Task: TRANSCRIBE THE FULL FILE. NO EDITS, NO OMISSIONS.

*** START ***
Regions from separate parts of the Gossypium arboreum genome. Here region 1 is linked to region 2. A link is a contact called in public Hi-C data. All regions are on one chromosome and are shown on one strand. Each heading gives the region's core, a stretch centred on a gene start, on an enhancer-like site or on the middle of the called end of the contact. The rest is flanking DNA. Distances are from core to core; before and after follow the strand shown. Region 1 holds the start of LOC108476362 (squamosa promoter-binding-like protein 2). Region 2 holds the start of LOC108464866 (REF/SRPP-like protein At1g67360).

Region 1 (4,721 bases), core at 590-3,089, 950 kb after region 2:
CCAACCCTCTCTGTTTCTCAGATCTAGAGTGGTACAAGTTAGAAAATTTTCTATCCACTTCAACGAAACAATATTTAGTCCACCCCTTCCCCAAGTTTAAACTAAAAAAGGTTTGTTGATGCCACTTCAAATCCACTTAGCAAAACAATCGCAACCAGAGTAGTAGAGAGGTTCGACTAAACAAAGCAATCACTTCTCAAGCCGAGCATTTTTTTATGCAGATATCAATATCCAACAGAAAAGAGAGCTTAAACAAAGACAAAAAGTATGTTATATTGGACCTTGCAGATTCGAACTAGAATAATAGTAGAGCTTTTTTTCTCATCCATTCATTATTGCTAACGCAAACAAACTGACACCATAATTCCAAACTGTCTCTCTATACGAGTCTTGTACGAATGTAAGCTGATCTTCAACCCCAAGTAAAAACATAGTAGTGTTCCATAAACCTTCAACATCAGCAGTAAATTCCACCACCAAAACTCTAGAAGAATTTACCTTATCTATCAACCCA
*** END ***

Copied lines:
Regions from separate parts of the Gossypium arboreum genome. Here region 1 is linked to region 2. A link is a contact called in public Hi-C data. All regions are on one chromosome and are shown on one strand. Each heading gives the region's core, a stretch centred on a gene start, on an enhancer-like site or on the middle of the called end of the contact. The rest is flanking DNA. Distances are from core to core; before and after follow the strand shown. Region 1 holds the start of LOC108476362 (squamosa promoter-binding-like protein 2). Region 2 holds the start of LOC108464866 (REF/SRPP-like protein At1g67360).

Region 1 (4,721 bases), core at 590-3,089, 950 kb after region 2:
CCAACCCTCTCTGTTTCTCAGATCTAGAGTGGTACAAGTTAGAAAATTTTCTATCCACTTCAACGAAACAATATTTAGTCCACCCCTTCCCCAAGTTTAAACTAAAAAAGGTTTGTTGATGCCACTTCAAATCCACTTAGCAAAACAATCGCAACCAGAGTAGTAGAGAGGTTCGACTAAACAAAGCAATCACTTCTCAAGCCGAGCATTTTTTTATGCAGATATCAATATCCAACAGAAAAGAGAGCTTAAACAAAGACAAAAAGTATGTTATATTGGACCTTGCAGATTCGAACTAGAATAATAGTAGAGCTTTTTTTCTCATCCATTCATTATTGCTAACGCAAACAAACTGACACCATAATTCCAAACTGTCTCTCTATACGAGTCTTGTACGAATGTAAGCTGATCTTCAACCCCAAGTAAAAACATAGTAGTGTTCCATAAACCTTCAACATCAGCAGTAAATTCCACCACCAAAACTCTAGAAGAATTTACCTTATCTATCAACCCA